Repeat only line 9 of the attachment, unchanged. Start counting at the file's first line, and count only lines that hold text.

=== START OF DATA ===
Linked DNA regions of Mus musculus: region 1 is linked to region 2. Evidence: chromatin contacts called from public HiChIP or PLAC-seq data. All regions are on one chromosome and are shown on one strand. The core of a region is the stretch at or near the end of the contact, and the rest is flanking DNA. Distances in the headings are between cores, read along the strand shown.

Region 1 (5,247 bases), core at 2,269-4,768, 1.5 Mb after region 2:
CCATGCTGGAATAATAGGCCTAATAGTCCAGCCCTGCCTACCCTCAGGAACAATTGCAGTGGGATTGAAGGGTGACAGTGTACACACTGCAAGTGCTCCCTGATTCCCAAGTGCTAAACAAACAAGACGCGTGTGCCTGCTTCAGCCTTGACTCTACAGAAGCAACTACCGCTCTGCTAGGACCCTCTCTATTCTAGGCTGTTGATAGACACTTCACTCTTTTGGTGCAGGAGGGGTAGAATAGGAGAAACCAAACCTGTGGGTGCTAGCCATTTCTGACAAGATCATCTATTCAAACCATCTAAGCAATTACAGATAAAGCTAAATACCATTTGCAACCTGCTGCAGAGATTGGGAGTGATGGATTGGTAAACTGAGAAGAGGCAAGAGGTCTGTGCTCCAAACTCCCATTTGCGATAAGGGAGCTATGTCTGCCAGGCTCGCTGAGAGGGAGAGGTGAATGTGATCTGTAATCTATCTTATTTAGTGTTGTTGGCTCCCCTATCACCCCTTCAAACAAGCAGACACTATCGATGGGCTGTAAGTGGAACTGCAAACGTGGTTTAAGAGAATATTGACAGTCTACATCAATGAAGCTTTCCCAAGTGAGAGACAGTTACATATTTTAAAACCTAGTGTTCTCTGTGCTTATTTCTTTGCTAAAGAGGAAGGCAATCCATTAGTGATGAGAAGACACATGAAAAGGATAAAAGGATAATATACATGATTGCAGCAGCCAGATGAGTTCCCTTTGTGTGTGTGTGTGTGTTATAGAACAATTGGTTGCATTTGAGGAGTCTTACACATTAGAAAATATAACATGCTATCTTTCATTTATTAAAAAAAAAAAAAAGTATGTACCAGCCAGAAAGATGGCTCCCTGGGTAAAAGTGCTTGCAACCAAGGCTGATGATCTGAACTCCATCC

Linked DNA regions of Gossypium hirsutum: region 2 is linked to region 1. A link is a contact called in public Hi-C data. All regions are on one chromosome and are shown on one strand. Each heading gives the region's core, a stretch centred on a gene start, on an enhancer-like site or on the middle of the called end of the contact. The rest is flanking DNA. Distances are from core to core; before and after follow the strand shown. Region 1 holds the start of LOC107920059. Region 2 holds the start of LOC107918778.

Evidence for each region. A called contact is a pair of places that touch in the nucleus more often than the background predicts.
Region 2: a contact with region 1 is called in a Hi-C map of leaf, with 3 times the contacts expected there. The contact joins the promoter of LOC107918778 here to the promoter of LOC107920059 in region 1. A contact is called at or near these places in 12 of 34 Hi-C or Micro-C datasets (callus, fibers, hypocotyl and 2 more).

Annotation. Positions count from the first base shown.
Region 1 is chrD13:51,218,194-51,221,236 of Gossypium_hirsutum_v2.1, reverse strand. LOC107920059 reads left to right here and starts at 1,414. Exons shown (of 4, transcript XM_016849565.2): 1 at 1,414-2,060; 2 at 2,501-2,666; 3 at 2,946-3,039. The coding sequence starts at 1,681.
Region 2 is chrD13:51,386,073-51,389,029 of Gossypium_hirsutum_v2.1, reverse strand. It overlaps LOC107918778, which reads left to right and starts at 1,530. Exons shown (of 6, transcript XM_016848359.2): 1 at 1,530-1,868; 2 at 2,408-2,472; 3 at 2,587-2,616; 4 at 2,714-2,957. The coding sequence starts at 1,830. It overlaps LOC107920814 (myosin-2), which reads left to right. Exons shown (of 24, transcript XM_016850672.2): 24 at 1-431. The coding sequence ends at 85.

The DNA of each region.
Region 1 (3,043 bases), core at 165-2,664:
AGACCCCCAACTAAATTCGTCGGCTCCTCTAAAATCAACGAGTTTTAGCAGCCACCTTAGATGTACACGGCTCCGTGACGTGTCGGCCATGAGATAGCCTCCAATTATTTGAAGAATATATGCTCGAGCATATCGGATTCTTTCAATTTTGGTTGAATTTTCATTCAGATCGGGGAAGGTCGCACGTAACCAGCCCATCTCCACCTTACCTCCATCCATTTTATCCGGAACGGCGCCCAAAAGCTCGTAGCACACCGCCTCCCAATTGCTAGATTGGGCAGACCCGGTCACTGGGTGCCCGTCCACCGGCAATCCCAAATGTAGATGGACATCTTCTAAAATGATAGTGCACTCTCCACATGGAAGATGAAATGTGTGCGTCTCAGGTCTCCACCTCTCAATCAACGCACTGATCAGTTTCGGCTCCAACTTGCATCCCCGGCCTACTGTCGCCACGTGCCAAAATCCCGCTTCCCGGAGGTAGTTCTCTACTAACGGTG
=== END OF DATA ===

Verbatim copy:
Region 2 is chrD13:51,386,073-51,389,029 of Gossypium_hirsutum_v2.1, reverse strand. It overlaps LOC107918778, which reads left to right and starts at 1,530. Exons shown (of 6, transcript XM_016848359.2): 1 at 1,530-1,868; 2 at 2,408-2,472; 3 at 2,587-2,616; 4 at 2,714-2,957. The coding sequence starts at 1,830. It overlaps LOC107920814 (myosin-2), which reads left to right. Exons shown (of 24, transcript XM_016850672.2): 24 at 1-431. The coding sequence ends at 85.